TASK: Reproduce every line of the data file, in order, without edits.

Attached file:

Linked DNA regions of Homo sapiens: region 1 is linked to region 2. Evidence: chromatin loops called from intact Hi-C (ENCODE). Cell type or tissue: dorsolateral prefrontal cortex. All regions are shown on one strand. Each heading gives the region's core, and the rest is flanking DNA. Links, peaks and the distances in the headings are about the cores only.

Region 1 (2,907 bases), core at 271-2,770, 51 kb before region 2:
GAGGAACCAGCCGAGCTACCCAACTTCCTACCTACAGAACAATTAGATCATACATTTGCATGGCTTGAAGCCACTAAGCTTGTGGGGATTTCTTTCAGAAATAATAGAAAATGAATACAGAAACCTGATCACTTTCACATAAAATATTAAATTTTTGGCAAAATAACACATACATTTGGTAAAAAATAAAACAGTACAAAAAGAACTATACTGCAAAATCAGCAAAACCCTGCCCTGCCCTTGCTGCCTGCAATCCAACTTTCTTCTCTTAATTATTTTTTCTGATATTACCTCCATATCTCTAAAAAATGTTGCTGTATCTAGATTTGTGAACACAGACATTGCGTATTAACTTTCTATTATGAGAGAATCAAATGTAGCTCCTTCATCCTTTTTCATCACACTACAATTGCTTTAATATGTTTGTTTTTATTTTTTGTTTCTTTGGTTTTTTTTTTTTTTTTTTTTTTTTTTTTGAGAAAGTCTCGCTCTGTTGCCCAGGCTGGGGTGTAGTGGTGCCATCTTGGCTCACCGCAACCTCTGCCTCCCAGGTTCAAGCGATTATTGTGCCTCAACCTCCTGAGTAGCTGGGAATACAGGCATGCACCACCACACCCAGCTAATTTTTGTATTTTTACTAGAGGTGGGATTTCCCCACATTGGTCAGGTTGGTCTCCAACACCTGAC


Linked DNA regions of Homo sapiens: region 1 is linked to region 2. Evidence: chromatin loops called from intact Hi-C (ENCODE). Cell type or tissue: dorsolateral prefrontal cortex. All regions are shown on one strand. Each heading gives the region's core, and the rest is flanking DNA. Links, peaks and the distances in the headings are about the cores only.

Region 1 (2,907 bases), core at 271-2,770, 51 kb before region 2:
GAGGAACCAGCCGAGCTACCCAACTTCCTACCTACAGAACAATTAGATCATACATTTGCATGGCTTGAAGCCACTAAGCTTGTGGGGATTTCTTTCAGAAATAATAGAAAATGAATACAGAAACCTGATCACTTTCACATAAAATATTAAATTTTTGGCAAAATAACACATACATTTGGTAAAAAATAAAACAGTACAAAAAGAACTATACTGCAAAATCAGCAAAACCCTGCCCTGCCCTTGCTGCCTGCAATCCAACTTTCTTCTCTTAATTATTTTTTCTGATATTACCTCCATATCTCTAAAAAATGTTGCTGTATCTAGATTTGTGAACACAGACATTGCGTATTAACTTTCTATTATGAGAGAATCAAATGTAGCTCCTTCATCCTTTTTCATCACACTACAATTGCTTTAATATGTTTGTTTTTATTTTTTGTTTCTTTGGTTTTTTTTTTTTTTTTTTTTTTTTTTTTGAGAAAGTCTCGCTCTGTTGCCCAGGCTGGGGTGTAGTGGTGCCATCTTGGCTCACCGCAACCTCTGCCTCCCAGGTTCAAGCGATTATTGTGCCTCAACCTCCTGAGTAGCTGGGAATACAGGCATGCACCACCACACCCAGCTAATTTTTGTATTTTTACTAGAGGTGGGATTTCCCCACATTGGTCAGGTTGGTCTCCAACACCTGAC